Example Student Survey

We would appreciate your feedback on your experience working with our tutors. 

Name: 

School: 

Please check one box per question 1 2 3 4 5
How supportive is your tutor? Not at all supportive A little bit supportive Somewhat supportive Quite supportive Extremely supportive
How often do you understand your tutor’s explanations? Almost never Once in a while Sometimes Frequently Almost all the time
How often does your tutor try a different strategy if you are having trouble understanding the lesson? Almost never Once in a while Sometimes Frequently Almost all the time
How often is the goal for each tutoring session clear to you?  Almost never Once in a while Sometimes Frequently Almost all the time
How often does your tutor make you think critically? Almost never Once in a while Sometimes Frequently Almost all the time
To what extent do you feel that your tutor respects your culture/background?  Not at all A little bit Somewhat Quite a bit A tremendous amount
How respectful is your tutor towards you? Not at all respectful A little bit respectful Somewhat respectful Quite respectful Extremely respectful

How likely are you to recommend this tutoring program to another student? 

Not Very Likely                 Very Likely
1 2 3 4 5 6 7 8 9 10

What did you like best about tutoring?
____________________________________

What ideas do you have about how we could make tutoring better?
____________________________________


Example Parent Survey

We would appreciate your feedback on your child’s experience working with our tutors.

Student Name:

Parent Name:

School Name:

Please check one box per question 1 2 3 4 5
How effective has the tutoring been for your child? Not at all effective A little bit effective Somewhat effective Quite effective Extremely effective
To what extent has your child improved academically as a result of tutoring? Not at all A little bit Somewhat Quite a bit A tremendous amount
How informed do you feel you are on the safety guidelines and policies of the tutoring program? Not at all informed A little bit informed Somewhat informed Quite informed Extremely informed
How effective has your tutor been in communicating your child’s academic progress? Not at all effective A little bit effective Somewhat effective Quite effective Extremely effective
How often did your tutor give you strategies to support your child’s academic progress at home? Almost never Once in a while Sometimes Frequently Almost all the time
How positive is the relationship between your child and their tutor? Not at all positive A little bit positive Somewhat positive Quite positive Extremely positive

How likely are you to recommend this tutoring program to another parent?

Not Very Likely                 Very Likely
1 2 3 4 5 6 7 8 9 10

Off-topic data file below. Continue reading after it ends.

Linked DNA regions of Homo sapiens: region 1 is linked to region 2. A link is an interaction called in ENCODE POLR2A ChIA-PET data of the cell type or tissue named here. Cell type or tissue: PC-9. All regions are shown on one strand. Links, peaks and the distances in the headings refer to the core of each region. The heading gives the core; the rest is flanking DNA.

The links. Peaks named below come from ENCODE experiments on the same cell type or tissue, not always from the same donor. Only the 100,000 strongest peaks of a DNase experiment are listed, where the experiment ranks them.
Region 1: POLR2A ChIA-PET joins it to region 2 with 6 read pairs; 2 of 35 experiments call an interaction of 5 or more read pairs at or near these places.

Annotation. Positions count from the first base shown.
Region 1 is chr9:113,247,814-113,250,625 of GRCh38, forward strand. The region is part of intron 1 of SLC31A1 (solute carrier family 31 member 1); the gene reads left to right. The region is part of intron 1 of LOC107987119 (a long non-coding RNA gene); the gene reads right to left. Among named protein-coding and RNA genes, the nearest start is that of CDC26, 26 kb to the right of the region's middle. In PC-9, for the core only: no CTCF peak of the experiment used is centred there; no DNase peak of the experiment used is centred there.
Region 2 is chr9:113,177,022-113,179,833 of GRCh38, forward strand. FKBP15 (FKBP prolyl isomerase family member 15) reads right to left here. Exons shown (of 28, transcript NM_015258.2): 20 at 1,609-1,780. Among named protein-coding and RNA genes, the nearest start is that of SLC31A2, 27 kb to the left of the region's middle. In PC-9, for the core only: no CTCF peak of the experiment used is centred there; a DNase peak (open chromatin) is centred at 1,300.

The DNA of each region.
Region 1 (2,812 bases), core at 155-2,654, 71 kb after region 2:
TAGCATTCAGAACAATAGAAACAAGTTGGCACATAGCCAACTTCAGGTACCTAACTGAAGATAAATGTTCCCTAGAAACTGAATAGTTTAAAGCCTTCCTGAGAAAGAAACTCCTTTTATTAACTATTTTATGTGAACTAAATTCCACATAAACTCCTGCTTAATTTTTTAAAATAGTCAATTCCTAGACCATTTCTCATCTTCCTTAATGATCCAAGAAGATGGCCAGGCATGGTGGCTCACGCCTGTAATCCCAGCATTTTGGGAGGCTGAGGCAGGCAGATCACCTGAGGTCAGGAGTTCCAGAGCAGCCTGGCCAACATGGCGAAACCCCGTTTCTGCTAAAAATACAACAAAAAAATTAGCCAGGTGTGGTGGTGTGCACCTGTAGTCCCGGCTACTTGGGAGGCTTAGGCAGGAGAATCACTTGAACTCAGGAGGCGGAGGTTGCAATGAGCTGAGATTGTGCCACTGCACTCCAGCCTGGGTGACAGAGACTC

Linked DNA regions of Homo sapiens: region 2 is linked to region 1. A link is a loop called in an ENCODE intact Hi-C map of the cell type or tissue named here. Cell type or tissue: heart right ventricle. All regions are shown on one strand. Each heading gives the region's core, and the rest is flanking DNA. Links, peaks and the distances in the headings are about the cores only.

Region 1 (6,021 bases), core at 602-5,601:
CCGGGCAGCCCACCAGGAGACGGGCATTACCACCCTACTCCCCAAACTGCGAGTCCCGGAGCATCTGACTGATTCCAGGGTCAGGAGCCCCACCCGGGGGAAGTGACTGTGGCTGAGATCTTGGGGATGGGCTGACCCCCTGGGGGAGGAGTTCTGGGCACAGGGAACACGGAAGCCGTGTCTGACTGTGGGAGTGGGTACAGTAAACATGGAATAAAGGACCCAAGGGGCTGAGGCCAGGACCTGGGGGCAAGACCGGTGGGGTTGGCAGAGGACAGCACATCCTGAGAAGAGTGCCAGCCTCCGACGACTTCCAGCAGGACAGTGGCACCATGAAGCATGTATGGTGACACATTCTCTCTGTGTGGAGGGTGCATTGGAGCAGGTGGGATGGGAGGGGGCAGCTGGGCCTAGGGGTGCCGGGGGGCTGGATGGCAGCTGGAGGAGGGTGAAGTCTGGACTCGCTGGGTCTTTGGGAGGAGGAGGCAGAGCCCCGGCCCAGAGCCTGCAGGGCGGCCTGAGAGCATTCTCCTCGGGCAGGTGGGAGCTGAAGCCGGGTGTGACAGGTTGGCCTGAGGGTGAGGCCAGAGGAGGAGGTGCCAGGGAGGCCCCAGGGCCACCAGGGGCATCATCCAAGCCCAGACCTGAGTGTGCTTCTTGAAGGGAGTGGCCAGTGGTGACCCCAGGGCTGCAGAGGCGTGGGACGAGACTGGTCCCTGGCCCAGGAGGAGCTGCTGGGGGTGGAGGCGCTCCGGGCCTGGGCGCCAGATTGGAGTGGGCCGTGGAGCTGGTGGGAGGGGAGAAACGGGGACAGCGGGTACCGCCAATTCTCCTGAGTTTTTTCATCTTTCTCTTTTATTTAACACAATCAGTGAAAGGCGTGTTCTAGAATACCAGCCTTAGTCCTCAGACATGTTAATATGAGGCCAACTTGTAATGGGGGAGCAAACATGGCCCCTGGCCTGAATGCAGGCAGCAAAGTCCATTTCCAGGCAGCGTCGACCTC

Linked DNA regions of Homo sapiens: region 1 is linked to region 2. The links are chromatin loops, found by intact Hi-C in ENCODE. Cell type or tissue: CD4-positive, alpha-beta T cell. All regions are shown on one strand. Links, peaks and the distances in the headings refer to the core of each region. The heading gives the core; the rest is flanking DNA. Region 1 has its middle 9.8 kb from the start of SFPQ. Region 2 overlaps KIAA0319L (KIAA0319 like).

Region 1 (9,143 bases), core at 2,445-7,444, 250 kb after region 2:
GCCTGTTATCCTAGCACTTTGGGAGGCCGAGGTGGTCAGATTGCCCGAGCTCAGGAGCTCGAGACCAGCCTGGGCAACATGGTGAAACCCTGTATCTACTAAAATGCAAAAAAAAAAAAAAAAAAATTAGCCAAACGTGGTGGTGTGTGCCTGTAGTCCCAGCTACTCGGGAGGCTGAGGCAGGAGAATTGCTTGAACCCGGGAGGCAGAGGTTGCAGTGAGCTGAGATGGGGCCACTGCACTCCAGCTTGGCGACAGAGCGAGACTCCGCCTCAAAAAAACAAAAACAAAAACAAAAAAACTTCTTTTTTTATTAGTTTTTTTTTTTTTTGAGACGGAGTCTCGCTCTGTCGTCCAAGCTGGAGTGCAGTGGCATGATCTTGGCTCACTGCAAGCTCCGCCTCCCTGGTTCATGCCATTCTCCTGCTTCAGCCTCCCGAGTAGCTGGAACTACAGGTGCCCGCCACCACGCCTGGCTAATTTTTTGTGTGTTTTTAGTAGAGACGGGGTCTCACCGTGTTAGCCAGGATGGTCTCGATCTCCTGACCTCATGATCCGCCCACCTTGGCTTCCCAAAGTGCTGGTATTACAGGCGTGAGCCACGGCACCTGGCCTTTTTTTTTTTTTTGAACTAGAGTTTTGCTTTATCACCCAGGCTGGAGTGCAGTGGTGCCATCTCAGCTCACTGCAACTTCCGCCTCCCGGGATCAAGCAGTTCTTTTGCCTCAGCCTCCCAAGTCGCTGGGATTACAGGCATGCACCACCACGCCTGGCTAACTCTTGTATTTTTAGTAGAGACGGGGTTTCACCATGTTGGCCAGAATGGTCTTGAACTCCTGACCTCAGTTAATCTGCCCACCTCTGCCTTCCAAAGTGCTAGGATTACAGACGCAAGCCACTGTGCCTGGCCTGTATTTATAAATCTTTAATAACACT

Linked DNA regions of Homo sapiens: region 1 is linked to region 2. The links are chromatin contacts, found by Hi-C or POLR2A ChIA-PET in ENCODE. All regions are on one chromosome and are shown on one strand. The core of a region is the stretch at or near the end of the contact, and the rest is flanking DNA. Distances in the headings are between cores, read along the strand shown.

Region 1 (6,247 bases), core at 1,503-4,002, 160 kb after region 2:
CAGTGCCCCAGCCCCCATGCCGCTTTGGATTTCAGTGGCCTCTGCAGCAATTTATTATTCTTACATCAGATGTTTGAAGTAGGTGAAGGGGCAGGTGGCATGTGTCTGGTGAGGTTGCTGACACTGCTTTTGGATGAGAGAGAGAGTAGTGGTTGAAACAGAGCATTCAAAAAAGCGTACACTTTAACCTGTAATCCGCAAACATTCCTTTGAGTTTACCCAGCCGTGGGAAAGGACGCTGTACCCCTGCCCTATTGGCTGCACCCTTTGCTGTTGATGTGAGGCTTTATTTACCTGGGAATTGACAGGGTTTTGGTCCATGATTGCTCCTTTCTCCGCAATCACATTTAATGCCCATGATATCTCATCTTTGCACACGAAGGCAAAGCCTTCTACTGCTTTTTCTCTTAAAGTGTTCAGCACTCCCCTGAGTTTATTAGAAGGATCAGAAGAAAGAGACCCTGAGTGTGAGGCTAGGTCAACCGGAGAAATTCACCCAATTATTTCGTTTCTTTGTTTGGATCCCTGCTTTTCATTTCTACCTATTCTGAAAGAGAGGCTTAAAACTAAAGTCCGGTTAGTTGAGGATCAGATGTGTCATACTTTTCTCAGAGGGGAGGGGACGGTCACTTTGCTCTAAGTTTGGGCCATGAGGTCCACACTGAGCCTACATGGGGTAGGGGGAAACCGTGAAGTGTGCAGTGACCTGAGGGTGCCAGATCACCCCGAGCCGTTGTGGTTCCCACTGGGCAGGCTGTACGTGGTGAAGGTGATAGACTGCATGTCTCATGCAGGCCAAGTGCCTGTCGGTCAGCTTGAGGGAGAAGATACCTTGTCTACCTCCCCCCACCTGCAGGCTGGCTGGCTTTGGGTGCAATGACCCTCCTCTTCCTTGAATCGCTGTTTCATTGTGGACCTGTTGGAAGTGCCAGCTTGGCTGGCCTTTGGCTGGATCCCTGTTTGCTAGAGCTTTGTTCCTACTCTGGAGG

What do you believe has been the biggest success of the tutoring program for your child?
__________________________________

What is the biggest piece of advice you would offer to strengthen the tutoring program?
__________________________________


Example Teacher Survey

We would appreciate your feedback on your experience working with our tutors.

Teacher Name:

School Name:

Please check one box per question 1 2 3 4 5
How often did sessions focus on the most critical skills that your students needed? Almost never Once in a while Sometimes Frequently Almost all the time
To what extent has your child improved academically as a result of tutoring? Not at all A little bit Somewhat Quite a bit A tremendous amount
How informed do you feel you are on student progress in the tutoring program? Not at all informed A little bit informed Somewhat informed Quite informed Extremely informed
How effective were tutors in leveraging data to target sessions with students? Not at all effective A little bit effective Somewhat effective Quite effective Extremely effective
To what extent do you feel that tutors had strong content knowledge? Not at all A little bit Somewhat Quite a bit A tremendous amount
To what extent do you feel that tutors developed effective professional relationships with students? Not at all A little bit Somewhat Quite a bit A tremendous amount

How likely are you to recommend this tutoring program to another teacher?

Not Very Likely                 Very Likely
1 2 3 4 5 6 7 8 9 10

What do you believe has been the biggest success of the tutoring program for your students?
__________________________________

What is the biggest piece of advice you would offer to strengthen the tutoring program?
__________________________________


 

Example School Administrator Survey

We would appreciate your feedback on your experience working with our tutors.

Teacher Name:

School Name:

Please check one box per question 1 2 3 4 5